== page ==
I've tied up the plants as best as I can. I 3x 3 varieties, so I'm not too worried about losing yield. I pruned one of each type pretty aggressively and will see how they hold up. If they do, I may prune the others as well. They're all very suddenly starting to fruit. I guess having a week of 90 degree weather will do that.

Author:  jordanpattern [ Sun Jul 10, 2016 11:51 am ]
Post subject:  Re: Garden Chat

I missed the boat on pruning my tomatoes. I planted them 4 weeks ago and wasn't expecting them to go as crazy as they did. I finally got out to my community garden plot to stake them yesterday, and I intended to prune them, but they were so wild that I mostly just left them and just removed anything that was touching the ground. Next year, I'll be much more proactive, though as it stands now, I don't think I'm going to have any shortage of tomatoes.

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Author:  Mars [ Tue Jul 12, 2016 2:32 am ]
Post subject:  Re: Garden Chat

RandiJM - I know it's probably a bit late, but - one thing I find in regards to seeds vs. starts is that starts are better for your bigger, more summery crops (tomatoes/eggplant/zucchini/melons/cukes, etc), but seeds are better for your smaller, leafy things (any greens/peas/wildflowers).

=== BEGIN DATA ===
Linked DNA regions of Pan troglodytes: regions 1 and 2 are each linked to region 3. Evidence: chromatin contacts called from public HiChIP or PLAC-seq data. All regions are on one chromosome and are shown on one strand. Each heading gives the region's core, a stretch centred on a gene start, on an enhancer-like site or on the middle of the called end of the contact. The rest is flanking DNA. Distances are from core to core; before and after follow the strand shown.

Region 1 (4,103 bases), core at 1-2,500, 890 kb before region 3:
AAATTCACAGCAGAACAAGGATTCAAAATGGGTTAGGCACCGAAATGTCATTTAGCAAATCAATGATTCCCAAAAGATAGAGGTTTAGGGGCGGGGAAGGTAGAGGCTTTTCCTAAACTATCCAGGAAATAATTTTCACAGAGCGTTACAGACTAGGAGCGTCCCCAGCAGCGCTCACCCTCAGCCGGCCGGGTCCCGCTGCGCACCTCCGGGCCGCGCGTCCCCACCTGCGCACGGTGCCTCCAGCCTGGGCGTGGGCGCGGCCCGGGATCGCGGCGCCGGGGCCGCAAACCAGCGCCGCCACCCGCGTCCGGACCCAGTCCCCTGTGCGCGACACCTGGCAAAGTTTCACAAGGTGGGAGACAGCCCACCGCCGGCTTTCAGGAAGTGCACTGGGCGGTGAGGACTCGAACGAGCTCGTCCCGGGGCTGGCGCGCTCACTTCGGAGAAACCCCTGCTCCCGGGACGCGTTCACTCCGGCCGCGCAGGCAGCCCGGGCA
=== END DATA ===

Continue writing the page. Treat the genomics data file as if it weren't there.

I would say in my experience as a Very Lazy Gardener - the best tip I can give people is to definitely leave some fruit/seedpods on the plant once the season is over and let it rot into the soil. Then keep that pot and soil sitting out over winter and next year it will likely volunteer itself (grow on it's own without you having placed the seed). For me, volunteer plants are always way easier to grow (needing less water, etc), and produce way more fruit.

Author:  Greatta [ Wed Oct 26, 2016 4:09 am ]
Post subject:  Re: Garden Chat

Hello! I just started practicing gardering. I want to prepare my garden to spring and planting. I know that I need to install automatic watering of plants, I found here inexpensiven http://www.discounttrader.com.au/, is it good? What I need tools for the garden? the blades will be enough? How to choose the compost? What plants are easier to grow for newbie? Thanks for the tips! I watched the information on the Internet, but there are different opinions.

Author:  Morgyn [ Sun Jun 25, 2017 10:48 pm ]
Post subject:  Re: Garden Chat

I've just planted broccoli, kale and parsley seeds! :) The last lot of seeds I planted (lettuces) died, I think because I planted the seeds too deep and watered them too much, so I've corrected those mistakes this time around. Wish me luck!

Author:  Morgyn [ Tue Jul 25, 2017 10:51 pm ]
Post subject:  Re: Garden Chat

I think my asparagus crown is finally sending up shoots! It's hard to tell, because they're very tiny and could just be blades of grass, but they're slightly fatter at the top (as asparagus is), so I'm hopeful.

Author:  Moon [ Tue Aug 01, 2017 6:07 pm ]
Post subject:  Re: Garden Chat

We have had such a weird summer - lots of rain and heat has been hit or miss. So far I have been able to get one head of lettuce and three cherry tomatoes out of the garden. That's it. Le sigh.